It’s interesting just how many senior execs want access to Facebook etc so they can ‘stay on top of social media trends’, which audits usually show is just an excuse to waste time doing precisely the kinds of things they want to stop their employees from doing (except it costs ten times as much when it’s the CEO without any way to actually stop it).

        Every company is different and they have to strike their own balance, but IMHO there should be a limited number of staff with social media access who can monitor and update as part of their responsibilities, who act as gateways and advisors to senior management. As I said above, people are employed to do a job, and unless that job includes reading and updating social media (or indeed the latest news & weather, celebrity gossip or even personal email) they have no business wasting company time and money on such things and the company has not just a right, but a responsibility to enforce such limitations through technical, behavioural and disciplinary means.

        Don’t get me wrong though – there are companies out there like Google where staff have the freedom to essentially do anything they like as long as they achieve key objectives. But there are two reasons for this – first the kinds of people Google hires are very smart self starters, so there is a level of trust that comes from having the creme of the talent pool in your organisation. The other reason is because they are Google there’s no way Google staff will be doing anything the company doesn’t know about if they want to.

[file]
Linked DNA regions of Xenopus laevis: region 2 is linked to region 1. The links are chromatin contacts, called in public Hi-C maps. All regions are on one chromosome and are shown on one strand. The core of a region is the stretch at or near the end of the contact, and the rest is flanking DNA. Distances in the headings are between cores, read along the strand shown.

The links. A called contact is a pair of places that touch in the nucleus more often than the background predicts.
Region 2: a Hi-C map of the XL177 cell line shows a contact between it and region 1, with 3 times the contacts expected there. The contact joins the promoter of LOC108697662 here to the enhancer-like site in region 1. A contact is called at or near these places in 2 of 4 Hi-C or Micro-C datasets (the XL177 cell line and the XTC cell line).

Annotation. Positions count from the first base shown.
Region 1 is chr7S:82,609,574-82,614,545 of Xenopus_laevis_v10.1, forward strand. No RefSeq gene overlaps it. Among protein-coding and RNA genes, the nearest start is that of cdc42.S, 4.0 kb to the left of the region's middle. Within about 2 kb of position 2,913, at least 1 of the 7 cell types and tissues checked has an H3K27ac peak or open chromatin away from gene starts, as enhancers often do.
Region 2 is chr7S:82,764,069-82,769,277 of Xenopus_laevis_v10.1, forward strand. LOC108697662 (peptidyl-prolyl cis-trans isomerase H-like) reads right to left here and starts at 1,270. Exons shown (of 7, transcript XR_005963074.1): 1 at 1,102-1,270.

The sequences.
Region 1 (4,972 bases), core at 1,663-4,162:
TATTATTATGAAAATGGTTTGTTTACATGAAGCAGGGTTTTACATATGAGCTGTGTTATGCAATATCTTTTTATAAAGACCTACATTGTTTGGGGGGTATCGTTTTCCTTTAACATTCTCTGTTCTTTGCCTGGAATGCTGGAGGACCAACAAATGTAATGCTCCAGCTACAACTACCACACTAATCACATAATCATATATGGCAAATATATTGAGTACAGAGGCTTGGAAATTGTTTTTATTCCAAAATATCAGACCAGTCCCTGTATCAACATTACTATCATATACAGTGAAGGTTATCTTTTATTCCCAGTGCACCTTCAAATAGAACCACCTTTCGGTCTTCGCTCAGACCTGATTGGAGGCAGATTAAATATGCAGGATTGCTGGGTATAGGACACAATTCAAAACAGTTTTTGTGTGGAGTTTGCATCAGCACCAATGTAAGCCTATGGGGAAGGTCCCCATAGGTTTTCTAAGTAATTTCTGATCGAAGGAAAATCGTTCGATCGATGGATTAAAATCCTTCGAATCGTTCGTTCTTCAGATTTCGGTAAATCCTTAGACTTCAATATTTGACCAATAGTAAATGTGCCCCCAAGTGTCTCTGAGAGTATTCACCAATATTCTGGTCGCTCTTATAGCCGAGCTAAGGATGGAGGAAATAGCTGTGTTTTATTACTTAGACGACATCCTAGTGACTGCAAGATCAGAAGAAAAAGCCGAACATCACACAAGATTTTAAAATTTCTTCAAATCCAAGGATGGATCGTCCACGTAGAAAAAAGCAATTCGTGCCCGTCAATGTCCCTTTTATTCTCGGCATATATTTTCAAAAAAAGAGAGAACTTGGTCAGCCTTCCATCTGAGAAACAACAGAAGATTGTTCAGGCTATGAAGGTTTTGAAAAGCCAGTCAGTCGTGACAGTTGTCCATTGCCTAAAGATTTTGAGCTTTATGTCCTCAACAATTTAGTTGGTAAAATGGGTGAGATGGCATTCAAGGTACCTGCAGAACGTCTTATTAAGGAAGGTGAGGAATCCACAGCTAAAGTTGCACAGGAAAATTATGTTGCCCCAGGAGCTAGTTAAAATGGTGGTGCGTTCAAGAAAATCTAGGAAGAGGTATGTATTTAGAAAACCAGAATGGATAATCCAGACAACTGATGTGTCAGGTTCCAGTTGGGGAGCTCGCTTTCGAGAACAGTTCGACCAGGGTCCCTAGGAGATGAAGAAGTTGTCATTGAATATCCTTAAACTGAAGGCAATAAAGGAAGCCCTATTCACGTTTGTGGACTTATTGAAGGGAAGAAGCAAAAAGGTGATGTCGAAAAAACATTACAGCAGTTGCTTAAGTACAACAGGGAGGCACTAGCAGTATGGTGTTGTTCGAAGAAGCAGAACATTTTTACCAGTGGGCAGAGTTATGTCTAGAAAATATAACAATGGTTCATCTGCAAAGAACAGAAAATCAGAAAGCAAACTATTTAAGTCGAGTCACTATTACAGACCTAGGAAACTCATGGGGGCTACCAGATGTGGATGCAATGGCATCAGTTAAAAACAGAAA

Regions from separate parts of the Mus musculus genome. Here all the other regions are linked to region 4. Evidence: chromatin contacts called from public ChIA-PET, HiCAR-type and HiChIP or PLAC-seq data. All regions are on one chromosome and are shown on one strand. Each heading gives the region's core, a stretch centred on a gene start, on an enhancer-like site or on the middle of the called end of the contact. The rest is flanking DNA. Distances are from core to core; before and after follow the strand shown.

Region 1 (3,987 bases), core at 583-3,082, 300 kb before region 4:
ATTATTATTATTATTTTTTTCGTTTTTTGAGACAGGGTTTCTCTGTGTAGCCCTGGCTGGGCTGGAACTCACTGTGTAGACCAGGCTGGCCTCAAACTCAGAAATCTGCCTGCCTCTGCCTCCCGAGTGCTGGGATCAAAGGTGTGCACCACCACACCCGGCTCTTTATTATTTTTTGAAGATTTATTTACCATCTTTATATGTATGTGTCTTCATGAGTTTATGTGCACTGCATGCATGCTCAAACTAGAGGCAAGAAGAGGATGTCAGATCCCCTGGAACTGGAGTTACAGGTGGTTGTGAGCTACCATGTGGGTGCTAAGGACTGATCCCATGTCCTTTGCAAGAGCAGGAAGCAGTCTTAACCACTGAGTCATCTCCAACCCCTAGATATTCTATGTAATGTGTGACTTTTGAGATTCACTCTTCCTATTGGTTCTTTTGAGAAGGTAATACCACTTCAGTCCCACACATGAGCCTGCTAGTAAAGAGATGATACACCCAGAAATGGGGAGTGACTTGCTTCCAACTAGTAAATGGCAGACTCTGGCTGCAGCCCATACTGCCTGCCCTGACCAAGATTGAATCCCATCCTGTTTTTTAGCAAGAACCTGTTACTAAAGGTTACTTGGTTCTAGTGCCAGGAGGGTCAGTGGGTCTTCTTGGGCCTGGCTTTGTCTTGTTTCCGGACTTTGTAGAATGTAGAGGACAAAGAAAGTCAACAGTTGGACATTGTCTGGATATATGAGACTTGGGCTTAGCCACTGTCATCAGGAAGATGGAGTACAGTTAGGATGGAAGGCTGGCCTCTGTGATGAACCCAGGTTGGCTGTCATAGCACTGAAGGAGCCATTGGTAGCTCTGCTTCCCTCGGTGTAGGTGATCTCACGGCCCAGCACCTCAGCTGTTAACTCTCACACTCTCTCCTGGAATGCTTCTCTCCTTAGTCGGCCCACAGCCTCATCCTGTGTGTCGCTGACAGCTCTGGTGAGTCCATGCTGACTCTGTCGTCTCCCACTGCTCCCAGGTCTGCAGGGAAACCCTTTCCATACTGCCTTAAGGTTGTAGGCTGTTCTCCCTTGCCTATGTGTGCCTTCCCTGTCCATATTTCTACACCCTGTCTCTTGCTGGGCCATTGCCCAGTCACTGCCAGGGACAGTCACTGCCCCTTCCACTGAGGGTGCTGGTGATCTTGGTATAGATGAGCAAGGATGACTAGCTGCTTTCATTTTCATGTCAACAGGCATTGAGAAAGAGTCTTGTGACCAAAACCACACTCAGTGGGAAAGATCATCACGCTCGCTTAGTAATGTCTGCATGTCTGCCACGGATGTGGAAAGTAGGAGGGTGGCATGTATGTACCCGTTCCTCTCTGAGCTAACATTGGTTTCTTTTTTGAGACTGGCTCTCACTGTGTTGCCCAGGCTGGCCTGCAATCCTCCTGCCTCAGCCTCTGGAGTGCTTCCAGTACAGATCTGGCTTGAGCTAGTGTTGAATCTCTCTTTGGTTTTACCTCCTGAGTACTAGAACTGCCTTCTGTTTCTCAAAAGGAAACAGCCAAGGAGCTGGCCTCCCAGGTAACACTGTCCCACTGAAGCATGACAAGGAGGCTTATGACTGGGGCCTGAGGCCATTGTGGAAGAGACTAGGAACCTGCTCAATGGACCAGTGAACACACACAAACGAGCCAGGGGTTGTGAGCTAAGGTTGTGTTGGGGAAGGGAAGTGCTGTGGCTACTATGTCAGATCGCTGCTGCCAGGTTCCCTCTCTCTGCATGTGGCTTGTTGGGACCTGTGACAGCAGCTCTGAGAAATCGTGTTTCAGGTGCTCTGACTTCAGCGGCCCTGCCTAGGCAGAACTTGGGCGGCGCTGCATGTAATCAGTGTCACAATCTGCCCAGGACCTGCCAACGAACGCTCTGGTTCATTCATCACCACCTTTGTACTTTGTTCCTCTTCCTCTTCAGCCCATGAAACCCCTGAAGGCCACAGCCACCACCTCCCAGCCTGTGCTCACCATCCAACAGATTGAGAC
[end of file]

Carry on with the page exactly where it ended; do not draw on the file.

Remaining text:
• That kind of militant ‘this is paid work time, no distractions’ is ridiculous. Imagine being banned from talking with colleagues about anything non-work related?

  3. I’m gonna give it a shot; and comment on its quality and usefulness from experience rather than the bandwagon. (Though; having just stepped off the bandwagon I don’t have high hopes ;)

    • OK its horrible.
      Why do apps not implement the settings button?
      Why do they assume there is a hardware settings button?

      As a result; my One XL shows the settings button-bar that appears at the bottom of the page.
      If they had just implemented a software settings button (which I believe is now part of the Android UI design guide?) – perhaps with some logic to decide if it should appear or not…

      I actually really like it otherwise. Maybe I’ll give it a shot… except for the whole pushing me into using facebook messenger… if I could customise that – but then again; why would I be using a facebook launcher…


  4. Anything social media based is a huge no-no where I work and blocks have been implemented for years now.

    Incidentally enough, these days just about anything on the internet that’s not a microsoft patch can’t be downloaded. Our internet here has become so useless that everyone is using their home or mobile connections for downloads.

    I’ve started tethering my phone to my work computer to download critical files it has gotten that bad.

    The irony of it all is that they’re still indirectly paying for it be it reimbursement claims or lost productivity.

  5. OMG I’m wasting time on social media right now! Better get back to work …